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Climate change 'significantly worse' than feared: Al Gore

by Staff Writers
Davos, Switzerland (AFP) Jan 24, 2008
Climate change is occurring far faster than even the worst predictions of the UN's Nobel Prize-winning scientific panel on climate change foresaw, Al Gore warned Thursday.

New evidence shows "the climate crisis is significantly worse and unfolding more rapidly than those on the pessimistic side of the IPCC projections had warned us," the former US vice president and climate campaigner told delegates at the annual World Economic Forum in Davos.

There are now forecasts that the North Pole ice cap may disappear entirely during summer months in as little as five years, Gore said.

"This is a planetary emergency. There has never been anything remotely like it in the entire history of human civilisation. We are putting at risk all of human civilisation," he added.

In 2007, the Intergovernmental Panel on Climate Change (IPCC) issued a report the size of three phone books on the reality and risks of climate change, its fourth assessment in 18 years.

In October both Gore and the IPCC, comprising around 3,000 experts, jointly won a Nobel prize for their roles in highlighting climate change.

Gore said a "little bit of progress" had been made at December's climate conference in Bali, Indonesia.

He added though that there was a "big, large blank spot" in the road map agreed in Bali, reserved for the United States' environmental policy once a new president is elected in November and inaugurated in January.

He said that the single most important policy that could be implemented would be a tax on carbon emissions that is applied across the whole world, "so that those who don't pay the price for carbon don't have an advantage over those who do."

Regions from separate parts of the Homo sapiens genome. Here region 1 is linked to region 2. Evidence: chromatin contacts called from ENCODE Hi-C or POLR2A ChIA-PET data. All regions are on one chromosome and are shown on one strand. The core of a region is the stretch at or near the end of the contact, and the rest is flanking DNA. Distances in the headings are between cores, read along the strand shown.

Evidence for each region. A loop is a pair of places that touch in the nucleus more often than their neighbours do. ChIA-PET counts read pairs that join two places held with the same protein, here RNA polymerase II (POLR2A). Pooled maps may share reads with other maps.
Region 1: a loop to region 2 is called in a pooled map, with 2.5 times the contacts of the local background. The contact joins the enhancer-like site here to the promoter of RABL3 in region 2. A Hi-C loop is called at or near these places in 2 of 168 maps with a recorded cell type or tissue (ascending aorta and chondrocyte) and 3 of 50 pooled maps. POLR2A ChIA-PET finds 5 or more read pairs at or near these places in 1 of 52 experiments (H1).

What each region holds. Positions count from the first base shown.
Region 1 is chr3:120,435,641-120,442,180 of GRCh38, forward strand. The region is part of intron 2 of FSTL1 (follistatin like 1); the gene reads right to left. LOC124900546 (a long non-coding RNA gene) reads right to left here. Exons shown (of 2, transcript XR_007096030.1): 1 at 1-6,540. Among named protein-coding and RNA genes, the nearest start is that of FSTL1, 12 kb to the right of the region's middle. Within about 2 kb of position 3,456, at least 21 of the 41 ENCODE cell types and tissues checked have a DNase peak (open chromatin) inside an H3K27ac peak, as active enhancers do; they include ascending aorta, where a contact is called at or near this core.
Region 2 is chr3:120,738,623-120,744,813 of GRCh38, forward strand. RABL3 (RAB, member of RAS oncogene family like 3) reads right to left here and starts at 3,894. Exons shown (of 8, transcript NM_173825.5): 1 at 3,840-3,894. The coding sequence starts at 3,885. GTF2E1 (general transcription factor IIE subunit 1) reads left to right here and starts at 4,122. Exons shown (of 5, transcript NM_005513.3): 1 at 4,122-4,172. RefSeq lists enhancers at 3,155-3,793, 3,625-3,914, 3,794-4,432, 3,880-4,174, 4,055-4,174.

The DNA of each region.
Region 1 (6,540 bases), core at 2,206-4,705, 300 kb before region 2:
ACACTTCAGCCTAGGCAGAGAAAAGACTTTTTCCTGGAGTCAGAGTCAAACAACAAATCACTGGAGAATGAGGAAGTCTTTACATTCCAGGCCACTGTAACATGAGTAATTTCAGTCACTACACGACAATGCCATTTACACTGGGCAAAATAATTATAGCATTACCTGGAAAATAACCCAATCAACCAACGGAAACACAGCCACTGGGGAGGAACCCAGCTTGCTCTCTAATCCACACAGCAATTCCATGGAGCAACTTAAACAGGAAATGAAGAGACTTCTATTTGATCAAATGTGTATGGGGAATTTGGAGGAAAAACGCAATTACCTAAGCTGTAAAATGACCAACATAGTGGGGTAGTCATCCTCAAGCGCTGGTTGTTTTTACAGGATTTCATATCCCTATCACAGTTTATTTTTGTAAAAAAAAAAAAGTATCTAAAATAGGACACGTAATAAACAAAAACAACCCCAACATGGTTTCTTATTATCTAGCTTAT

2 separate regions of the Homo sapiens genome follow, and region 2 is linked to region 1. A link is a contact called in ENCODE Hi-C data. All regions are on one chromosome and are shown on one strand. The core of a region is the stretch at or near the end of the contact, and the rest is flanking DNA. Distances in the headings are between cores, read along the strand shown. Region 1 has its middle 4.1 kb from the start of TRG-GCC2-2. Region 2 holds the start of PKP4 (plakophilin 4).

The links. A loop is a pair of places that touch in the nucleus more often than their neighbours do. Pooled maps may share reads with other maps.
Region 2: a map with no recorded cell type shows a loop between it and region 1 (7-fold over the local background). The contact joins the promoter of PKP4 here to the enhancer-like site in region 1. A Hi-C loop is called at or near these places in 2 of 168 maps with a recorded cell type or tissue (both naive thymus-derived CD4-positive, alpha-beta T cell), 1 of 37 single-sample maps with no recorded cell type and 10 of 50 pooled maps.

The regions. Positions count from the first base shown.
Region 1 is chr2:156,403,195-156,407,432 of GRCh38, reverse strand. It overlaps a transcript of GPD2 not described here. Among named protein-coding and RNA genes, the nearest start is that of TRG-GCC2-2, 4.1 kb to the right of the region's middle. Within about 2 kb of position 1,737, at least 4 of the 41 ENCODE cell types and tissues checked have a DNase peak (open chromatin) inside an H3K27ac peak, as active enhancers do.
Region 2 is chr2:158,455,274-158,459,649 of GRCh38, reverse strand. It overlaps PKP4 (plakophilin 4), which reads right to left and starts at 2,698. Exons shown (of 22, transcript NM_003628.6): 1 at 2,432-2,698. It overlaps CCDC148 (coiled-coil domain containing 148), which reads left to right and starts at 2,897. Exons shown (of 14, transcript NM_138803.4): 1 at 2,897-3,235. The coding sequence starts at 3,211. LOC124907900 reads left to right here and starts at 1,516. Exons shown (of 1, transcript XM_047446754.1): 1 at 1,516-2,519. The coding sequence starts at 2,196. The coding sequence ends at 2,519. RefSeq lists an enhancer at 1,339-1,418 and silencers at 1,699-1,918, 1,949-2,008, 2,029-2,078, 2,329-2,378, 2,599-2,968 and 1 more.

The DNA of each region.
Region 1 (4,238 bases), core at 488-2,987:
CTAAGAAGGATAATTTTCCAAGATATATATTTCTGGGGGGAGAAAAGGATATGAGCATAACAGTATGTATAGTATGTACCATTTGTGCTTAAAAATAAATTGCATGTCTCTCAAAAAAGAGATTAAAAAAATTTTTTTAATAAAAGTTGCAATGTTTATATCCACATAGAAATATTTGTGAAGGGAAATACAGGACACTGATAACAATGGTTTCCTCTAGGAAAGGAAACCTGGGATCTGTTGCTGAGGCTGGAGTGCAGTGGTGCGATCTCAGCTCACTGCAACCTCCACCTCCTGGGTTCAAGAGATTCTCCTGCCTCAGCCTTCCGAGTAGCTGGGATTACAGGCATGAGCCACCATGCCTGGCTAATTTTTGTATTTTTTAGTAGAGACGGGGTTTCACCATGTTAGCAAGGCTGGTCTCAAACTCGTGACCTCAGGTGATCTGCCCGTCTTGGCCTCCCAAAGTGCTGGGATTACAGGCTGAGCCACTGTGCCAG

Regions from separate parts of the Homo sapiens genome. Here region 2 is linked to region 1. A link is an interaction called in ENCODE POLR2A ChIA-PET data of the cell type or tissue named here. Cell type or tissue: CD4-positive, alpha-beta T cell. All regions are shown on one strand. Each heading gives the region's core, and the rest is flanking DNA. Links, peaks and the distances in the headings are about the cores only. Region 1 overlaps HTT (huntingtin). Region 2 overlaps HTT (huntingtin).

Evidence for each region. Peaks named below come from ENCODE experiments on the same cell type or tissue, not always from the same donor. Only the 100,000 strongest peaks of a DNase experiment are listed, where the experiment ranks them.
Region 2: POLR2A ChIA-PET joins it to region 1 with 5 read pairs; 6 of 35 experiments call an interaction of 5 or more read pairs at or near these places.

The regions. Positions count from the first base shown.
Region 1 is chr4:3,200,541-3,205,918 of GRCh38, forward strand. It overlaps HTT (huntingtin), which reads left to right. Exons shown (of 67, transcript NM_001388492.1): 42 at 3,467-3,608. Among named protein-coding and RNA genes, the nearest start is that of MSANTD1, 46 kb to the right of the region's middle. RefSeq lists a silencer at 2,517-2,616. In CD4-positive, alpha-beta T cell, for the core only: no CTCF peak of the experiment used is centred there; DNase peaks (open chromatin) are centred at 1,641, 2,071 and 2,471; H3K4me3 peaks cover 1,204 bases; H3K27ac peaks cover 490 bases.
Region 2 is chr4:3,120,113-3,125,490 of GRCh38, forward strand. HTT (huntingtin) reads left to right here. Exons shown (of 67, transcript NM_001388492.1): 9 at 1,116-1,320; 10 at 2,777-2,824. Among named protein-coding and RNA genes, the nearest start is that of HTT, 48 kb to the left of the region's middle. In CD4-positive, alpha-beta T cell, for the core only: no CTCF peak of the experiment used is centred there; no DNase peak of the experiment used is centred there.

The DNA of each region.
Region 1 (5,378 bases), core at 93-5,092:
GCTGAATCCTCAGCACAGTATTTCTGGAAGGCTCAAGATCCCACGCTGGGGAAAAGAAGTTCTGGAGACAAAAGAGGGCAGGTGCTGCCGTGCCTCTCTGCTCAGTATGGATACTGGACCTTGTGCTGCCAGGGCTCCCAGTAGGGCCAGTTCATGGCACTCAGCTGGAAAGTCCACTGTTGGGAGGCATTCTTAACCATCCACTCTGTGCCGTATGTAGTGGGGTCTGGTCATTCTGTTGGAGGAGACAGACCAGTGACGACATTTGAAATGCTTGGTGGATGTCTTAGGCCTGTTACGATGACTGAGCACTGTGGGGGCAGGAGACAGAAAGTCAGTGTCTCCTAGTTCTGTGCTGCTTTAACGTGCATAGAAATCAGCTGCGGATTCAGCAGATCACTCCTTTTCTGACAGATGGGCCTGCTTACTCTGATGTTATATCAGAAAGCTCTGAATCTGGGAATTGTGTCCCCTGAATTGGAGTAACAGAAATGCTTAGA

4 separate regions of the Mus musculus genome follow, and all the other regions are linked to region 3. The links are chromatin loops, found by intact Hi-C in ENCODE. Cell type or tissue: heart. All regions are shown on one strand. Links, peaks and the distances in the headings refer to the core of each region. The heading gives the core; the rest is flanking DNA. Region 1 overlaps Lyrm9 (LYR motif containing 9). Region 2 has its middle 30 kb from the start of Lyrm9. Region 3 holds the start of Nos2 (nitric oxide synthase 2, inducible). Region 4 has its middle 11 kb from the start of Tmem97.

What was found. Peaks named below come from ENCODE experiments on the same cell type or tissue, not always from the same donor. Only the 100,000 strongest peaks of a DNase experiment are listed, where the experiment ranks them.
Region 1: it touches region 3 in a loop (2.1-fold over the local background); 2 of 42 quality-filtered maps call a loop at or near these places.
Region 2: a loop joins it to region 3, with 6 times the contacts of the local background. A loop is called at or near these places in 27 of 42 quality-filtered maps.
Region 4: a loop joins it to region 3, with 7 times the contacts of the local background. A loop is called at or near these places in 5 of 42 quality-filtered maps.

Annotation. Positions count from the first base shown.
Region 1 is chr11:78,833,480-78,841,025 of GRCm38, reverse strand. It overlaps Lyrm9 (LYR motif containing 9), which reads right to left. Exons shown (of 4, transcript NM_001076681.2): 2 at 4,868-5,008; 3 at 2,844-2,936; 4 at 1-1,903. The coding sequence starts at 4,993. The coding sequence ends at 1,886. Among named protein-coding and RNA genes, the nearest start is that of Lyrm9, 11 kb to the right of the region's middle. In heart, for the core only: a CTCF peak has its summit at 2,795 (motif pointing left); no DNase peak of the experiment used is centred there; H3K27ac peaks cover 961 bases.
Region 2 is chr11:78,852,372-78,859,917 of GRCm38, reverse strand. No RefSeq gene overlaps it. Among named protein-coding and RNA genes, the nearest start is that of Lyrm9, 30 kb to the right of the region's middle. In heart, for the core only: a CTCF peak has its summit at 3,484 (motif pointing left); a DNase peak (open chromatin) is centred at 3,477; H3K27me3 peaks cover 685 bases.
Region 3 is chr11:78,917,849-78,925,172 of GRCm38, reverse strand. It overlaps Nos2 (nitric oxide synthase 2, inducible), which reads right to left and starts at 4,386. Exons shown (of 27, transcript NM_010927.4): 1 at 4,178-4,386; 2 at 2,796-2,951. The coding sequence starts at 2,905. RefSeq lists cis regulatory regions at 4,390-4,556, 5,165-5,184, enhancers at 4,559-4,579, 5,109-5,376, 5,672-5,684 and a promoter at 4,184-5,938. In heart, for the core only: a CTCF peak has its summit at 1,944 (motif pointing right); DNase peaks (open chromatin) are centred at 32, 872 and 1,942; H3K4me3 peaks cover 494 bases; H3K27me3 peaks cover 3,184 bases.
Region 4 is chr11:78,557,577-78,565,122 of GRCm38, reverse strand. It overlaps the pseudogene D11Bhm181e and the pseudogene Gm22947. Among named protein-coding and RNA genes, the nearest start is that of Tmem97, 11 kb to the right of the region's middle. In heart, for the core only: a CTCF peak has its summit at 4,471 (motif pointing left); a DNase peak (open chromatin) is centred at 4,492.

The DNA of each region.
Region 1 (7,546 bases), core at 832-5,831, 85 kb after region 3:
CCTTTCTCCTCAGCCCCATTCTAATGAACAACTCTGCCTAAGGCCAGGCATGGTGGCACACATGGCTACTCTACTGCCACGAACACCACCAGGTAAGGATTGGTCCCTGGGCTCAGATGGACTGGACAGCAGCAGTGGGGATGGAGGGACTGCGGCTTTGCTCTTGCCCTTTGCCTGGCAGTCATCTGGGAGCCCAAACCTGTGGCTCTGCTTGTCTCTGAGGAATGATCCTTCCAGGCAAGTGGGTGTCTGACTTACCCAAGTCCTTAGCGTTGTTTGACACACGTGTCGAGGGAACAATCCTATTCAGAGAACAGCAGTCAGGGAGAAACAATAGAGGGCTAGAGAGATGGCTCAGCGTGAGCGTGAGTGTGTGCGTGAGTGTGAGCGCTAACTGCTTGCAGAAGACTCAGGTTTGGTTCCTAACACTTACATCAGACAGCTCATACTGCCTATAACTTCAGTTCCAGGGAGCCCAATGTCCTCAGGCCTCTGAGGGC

"I think it is really important from a climate change point of view to move away from the idea that personal actions from each of us represents the solution to this crisis.

"These are important... but in addition to changing the light bulbs it is important to change the laws," Gore said.

He stopped short of endorsing any US presidential candidate but said that "whoever is elected will have a better position" on climate change than the current administration of US President George W. Bush.

Gore was appearing at Davos beside Africa activist and U2 frontman Bono in an effort to combine the fights against climate change and poverty.

"The brunt of this climate crisis is going to be felt in the developing world. All your work... will be undone if you don't focus on this," Bono said.

"It is clear that those people who have least created this climate crisis... are the least equipped to deal with it."

Gore added: "I want to say to everyone who wants to solve the climate crisis, they have to take Bono's agenda on extreme poverty, on fighting disease and dealing with the HIV/AIDS crisis and make it an integral part of the world's effort to solve the climate crisis."

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NGOs cool on EU climate change targets
Brussels (AFP) Jan 23, 2008
Environmental and poverty groups criticised the European Commission's package to fight climate change, announced Wednesday, for being too modest and even posing a threat to the world's poor.

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